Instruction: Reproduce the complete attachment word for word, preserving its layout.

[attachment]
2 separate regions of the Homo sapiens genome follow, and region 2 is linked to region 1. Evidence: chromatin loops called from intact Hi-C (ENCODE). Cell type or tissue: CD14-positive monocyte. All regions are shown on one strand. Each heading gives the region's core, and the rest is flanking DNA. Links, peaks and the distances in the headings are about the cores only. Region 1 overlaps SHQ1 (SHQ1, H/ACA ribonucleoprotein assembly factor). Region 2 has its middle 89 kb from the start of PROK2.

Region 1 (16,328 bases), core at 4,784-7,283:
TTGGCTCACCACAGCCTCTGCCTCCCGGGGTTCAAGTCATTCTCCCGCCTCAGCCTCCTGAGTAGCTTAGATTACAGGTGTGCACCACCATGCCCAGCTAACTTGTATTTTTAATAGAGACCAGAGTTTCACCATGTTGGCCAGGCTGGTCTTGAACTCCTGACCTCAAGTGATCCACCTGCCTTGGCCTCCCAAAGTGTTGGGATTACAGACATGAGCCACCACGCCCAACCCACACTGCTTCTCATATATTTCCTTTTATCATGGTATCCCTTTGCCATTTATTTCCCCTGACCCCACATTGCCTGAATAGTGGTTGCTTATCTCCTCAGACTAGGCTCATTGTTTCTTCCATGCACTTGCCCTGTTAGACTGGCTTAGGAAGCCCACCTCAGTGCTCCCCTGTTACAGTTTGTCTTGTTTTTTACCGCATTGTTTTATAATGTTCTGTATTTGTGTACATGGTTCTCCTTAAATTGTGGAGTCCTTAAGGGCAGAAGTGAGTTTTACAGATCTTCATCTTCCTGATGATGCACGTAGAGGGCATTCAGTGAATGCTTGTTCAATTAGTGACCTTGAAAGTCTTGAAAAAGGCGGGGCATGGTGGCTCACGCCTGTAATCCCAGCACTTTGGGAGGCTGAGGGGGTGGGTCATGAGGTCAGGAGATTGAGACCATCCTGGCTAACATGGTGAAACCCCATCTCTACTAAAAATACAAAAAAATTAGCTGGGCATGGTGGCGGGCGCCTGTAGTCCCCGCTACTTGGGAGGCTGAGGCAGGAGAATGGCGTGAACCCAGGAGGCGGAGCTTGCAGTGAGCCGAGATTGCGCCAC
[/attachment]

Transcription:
2 separate regions of the Homo sapiens genome follow, and region 2 is linked to region 1. Evidence: chromatin loops called from intact Hi-C (ENCODE). Cell type or tissue: CD14-positive monocyte. All regions are shown on one strand. Each heading gives the region's core, and the rest is flanking DNA. Links, peaks and the distances in the headings are about the cores only. Region 1 overlaps SHQ1 (SHQ1, H/ACA ribonucleoprotein assembly factor). Region 2 has its middle 89 kb from the start of PROK2.

Region 1 (16,328 bases), core at 4,784-7,283:
TTGGCTCACCACAGCCTCTGCCTCCCGGGGTTCAAGTCATTCTCCCGCCTCAGCCTCCTGAGTAGCTTAGATTACAGGTGTGCACCACCATGCCCAGCTAACTTGTATTTTTAATAGAGACCAGAGTTTCACCATGTTGGCCAGGCTGGTCTTGAACTCCTGACCTCAAGTGATCCACCTGCCTTGGCCTCCCAAAGTGTTGGGATTACAGACATGAGCCACCACGCCCAACCCACACTGCTTCTCATATATTTCCTTTTATCATGGTATCCCTTTGCCATTTATTTCCCCTGACCCCACATTGCCTGAATAGTGGTTGCTTATCTCCTCAGACTAGGCTCATTGTTTCTTCCATGCACTTGCCCTGTTAGACTGGCTTAGGAAGCCCACCTCAGTGCTCCCCTGTTACAGTTTGTCTTGTTTTTTACCGCATTGTTTTATAATGTTCTGTATTTGTGTACATGGTTCTCCTTAAATTGTGGAGTCCTTAAGGGCAGAAGTGAGTTTTACAGATCTTCATCTTCCTGATGATGCACGTAGAGGGCATTCAGTGAATGCTTGTTCAATTAGTGACCTTGAAAGTCTTGAAAAAGGCGGGGCATGGTGGCTCACGCCTGTAATCCCAGCACTTTGGGAGGCTGAGGGGGTGGGTCATGAGGTCAGGAGATTGAGACCATCCTGGCTAACATGGTGAAACCCCATCTCTACTAAAAATACAAAAAAATTAGCTGGGCATGGTGGCGGGCGCCTGTAGTCCCCGCTACTTGGGAGGCTGAGGCAGGAGAATGGCGTGAACCCAGGAGGCGGAGCTTGCAGTGAGCCGAGATTGCGCCAC